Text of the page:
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The Islamic World: Past and Present What is This? Accessible coverage of Islam from the seventh century to the twenty-first century


    Iraq has been a part of the Islamic world since the 600s. Powerful caliphs once ruled vast empires from Baghdad, the capital of present-day Iraq. At the beginning of the twenty-first century, 24 million people live in the country. Shi'i Muslims make up 60 percent of the population, and Sunni Muslims account for around 35 percent. The remaining 5 percent include Jews, Christians, and other minorities. Iraq has ethnic as well as religious minorities. Most Iraqis are Arabs, but 15 to 20 percent are Kurds who mainly live in northern areas. Conflict between different groups has created longstanding tensions in Iraq. The nation struggles to find stability in the face of internal dissent and threats from other countries.

    Succession of Conquests

    Arab armies first brought Islam to the Iraqi region in the mid-600s. The Umayyad caliphate ruled the area until 750, when the Abbasid caliphate took over. The Abbasids created the city of Baghdad as their capital, and it became a powerful and thriving metropolis. In 1055 Seljuk Turks captured the city. The Abbasids regained much of the region in the early 1200s, but Mongol armies invaded the area in 1258 . In 1535 the Ottomans seized Iraq and added it to their growing empire.

    Iraq Under Ottoman Rule.

    The Ottoman sultans made many reforms in Iraq. They reorganized the local government, increased trade, and improved living conditions. They also established Sunni Islam as the ruling faith in Baghdad. The Shi'i Muslims in the south identified more with Shi'is in Iran than with the Ottoman administration. The tension between the Shi'i population and the dominant Sunnis led to many conflicts.


    After the fall of Iraqi president Saddam Hussein in 2003, Iraqi Shi'i Muslims take their ritual walk to the holy city of Karbala for the first time in many years. Shi'i Muslims were not allowed to make this pilgrimage under Saddam's regime.

    Lefteris Pitarakis/AP Photo

    view larger image

    Ottoman influence in Iraq began to wane in the 1600s. The sultans in Istanbul relaxed their grip on Iraq, granting greater authority to local leaders. Iranian forces took the opportunity to invade Iraq, killing and enslaving thousands of Sunni Muslims. The Ottomans regained control and retaliated by executing much of Baghdad's Shi'i population. The Mamluks, a dynasty of slave soldiers who had gained power over the caliphs, took over parts of Iraq in the mid-1700s, suppressing conflicts and helping to stabilize the region. The Ottomans returned in 1831 . After World War I ( 1914 – 1918 ), however, the Ottoman Empire collapsed. The League of Nations, an international peacekeeping organization, established the borders of present-day Iraq, adding portions of Kurdistan to traditional Iraqi lands along the Tigris and Euphrates Rivers. The League of Nations then gave Iraq to Great Britain as a mandate so that Britain would prepare the country for its eventual independence.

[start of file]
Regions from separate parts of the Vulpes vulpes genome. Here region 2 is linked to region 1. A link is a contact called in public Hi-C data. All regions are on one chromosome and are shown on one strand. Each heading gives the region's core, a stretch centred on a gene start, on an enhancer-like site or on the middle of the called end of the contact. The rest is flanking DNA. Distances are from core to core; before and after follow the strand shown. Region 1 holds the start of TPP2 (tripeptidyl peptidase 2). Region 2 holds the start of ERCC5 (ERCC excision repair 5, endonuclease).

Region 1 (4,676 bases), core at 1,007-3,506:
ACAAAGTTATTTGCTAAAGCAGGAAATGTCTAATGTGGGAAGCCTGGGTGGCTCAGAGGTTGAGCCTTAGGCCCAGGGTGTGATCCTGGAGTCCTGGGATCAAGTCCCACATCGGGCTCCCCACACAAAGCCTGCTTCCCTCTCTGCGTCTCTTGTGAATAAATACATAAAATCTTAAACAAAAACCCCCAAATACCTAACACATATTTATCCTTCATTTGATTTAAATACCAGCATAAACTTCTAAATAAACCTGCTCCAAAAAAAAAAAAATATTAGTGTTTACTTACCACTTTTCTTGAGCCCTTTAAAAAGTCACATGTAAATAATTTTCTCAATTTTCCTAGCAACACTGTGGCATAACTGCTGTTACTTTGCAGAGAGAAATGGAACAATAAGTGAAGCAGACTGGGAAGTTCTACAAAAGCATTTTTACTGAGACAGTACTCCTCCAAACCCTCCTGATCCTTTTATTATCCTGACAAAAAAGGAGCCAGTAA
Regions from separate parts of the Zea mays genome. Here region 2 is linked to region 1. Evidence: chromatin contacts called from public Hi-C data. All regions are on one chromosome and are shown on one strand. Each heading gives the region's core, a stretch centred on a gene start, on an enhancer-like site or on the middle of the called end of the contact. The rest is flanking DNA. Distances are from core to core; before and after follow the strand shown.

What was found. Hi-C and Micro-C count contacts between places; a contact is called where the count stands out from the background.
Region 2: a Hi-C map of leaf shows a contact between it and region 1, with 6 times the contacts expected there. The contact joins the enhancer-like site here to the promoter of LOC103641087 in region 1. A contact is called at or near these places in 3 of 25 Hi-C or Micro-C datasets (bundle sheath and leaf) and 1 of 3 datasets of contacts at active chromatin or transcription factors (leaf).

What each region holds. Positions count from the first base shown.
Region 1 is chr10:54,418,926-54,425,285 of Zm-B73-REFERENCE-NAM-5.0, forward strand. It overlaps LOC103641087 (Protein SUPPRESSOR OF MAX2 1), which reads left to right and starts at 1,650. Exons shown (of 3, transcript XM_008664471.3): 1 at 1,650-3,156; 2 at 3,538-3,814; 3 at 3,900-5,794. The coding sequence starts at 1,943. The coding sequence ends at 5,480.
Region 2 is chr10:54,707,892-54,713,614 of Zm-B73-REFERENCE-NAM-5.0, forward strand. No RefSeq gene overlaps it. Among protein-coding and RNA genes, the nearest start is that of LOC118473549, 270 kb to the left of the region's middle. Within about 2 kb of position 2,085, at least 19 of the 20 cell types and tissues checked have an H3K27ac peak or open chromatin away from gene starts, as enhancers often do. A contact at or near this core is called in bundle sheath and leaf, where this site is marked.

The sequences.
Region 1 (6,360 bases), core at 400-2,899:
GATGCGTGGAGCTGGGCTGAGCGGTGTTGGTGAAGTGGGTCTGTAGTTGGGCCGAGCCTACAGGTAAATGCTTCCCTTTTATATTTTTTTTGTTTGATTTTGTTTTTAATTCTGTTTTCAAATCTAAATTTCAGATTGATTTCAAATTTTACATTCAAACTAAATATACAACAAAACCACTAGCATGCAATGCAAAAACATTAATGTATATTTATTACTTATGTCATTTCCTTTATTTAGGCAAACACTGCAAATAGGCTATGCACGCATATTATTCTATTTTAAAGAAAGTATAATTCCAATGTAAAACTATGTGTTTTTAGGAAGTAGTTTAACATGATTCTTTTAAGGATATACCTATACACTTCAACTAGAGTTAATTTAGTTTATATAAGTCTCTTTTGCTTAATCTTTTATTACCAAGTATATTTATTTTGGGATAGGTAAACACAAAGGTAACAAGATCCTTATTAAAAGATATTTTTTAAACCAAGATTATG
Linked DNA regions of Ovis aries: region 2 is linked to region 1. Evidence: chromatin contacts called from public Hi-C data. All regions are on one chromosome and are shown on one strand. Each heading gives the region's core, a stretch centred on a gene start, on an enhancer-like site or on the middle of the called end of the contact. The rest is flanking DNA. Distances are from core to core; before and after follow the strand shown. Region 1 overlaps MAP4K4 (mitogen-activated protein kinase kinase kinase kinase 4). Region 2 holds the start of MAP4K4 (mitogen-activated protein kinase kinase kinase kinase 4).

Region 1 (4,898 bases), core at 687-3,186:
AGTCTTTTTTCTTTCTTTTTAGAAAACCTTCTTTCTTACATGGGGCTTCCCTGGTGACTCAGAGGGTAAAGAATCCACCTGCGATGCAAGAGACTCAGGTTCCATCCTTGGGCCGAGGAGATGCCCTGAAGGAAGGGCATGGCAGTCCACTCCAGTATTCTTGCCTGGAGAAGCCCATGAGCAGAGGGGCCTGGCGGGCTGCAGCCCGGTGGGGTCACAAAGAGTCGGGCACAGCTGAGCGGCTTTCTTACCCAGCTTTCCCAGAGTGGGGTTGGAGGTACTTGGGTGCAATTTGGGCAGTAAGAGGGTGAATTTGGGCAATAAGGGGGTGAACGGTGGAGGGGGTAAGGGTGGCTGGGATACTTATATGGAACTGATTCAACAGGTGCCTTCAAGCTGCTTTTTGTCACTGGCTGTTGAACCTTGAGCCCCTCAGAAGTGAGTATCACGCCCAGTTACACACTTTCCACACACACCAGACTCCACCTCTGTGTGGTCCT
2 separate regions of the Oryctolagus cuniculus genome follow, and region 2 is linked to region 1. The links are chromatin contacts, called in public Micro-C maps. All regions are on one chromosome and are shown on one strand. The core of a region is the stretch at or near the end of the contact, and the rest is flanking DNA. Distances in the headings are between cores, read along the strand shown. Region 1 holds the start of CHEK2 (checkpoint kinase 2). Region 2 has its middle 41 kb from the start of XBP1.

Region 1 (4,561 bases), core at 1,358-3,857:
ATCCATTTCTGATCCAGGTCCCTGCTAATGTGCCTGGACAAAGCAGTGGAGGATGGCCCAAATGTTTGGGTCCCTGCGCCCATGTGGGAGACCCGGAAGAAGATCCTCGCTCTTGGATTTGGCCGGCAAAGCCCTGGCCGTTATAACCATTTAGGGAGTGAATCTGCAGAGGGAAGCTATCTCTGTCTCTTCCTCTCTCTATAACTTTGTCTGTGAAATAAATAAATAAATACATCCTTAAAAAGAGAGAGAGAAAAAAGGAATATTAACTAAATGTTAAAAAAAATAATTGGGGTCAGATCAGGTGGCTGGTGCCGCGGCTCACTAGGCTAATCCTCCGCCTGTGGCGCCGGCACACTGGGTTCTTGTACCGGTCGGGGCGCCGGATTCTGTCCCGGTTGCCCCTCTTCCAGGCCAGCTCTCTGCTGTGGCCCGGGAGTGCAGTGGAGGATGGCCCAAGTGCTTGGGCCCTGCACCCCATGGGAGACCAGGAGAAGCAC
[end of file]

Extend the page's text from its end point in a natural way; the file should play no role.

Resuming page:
Britain and Independence.

    Great Britain remained a major presence in Iraq for nearly 40 years. In 1921 British leaders established Faysal I, an Arab leader who had been exiled from Arabia, as king of Iraq. During Faysal's reign, Iraqis increasingly sought to break away from Great Britain. British troops suppressed rebellions of Kurds in the north and Shi'is in the south. Many British officials also wanted to withdraw from the region. In 1932 Britain granted Iraq its independence, and the League of Nations accepted the nation as a new member. British troops, however, maintained bases in Iraq, and Iraqi officials remained subservient, agreeing to consult with Britain, especially on issues of foreign policy.

    King Faysal died in 1933 . The following year, three governments rose and fell with tribal uprisings. Military leaders and various factions vied for control of Iraq, and World War II ( 1939 – 1945 ) caused even more confusion. Iraqi leaders originally retained their loyalty to Britain, but supporters of a Pan-Arab alliance pushed to gain further independence. They formed military ties to Britain's enemies, Germany and Italy. British forces quickly defeated Iraqi troops and forced the nation to support Britain in its war effort.

    Iraq experienced more political unrest after the war. Several governments formed and fell. Shi'i leaders in the south remained resentful of British influence, and Kurds in the north challenged Iraqi leaders. In 1958 a group of officers organized a military takeover of the government. Ranking officer Abd al-Karim Qasim declared Iraq a republic on July 14 , and the new constitution affirmed Islam as the state religion and abolished the monarchy.

    Triumph of the Ba'th Party

    Soon after the revolution of 1958 , Iraq once again plunged into political turmoil. Qasim's regime fell in 1963 . The Ba'th Party, an Arab political group advocating socialism and nationalism, emerged as a strong force. In 1968 the Ba'th Party gained the support of the army and took control of the government. Ahmad Hassan al-Bakr assumed the presidency with Saddam Hussein as his right-hand man.

    The new government sought to expand the economy and to replace free enterprise with socialism. They also worked to free their industries from foreign control. In the 1970s, Iraq nationalized its oil production, leading to an increase in the nation's wealth. The new government also sponsored irrigation projects, agricultural reforms, and programs to improve living conditions for the peasants. Farming projects produced little success, however, and industrial production lagged as well. The Ba'th government eventually abandoned its socialist goals and allowed for private investment and private enterprises.

    Clashes With Kurds and Shi'is.

    Ethnic and religious divisions posed a challenge for the Ba'th leaders, who were Arabs belonging to the Sunni faith. Shi'i groups in the south worked to free the cities of Najaf and Karbala from Ba'th control. These cities contain some of the most holy sites in the Islamic world, and believers from many countries make pilgrimages to visit the tombs of imams. Najaf also served for a time as a refuge for future Iranian leader and Shi'i rebel Ruhollah Khomeini during his 14-year exile from Iran. The marja'iyah, a network of religious leaders, led uprisings against the Ba'th government to rid the cities of Sunni influence and gained international support for its struggles.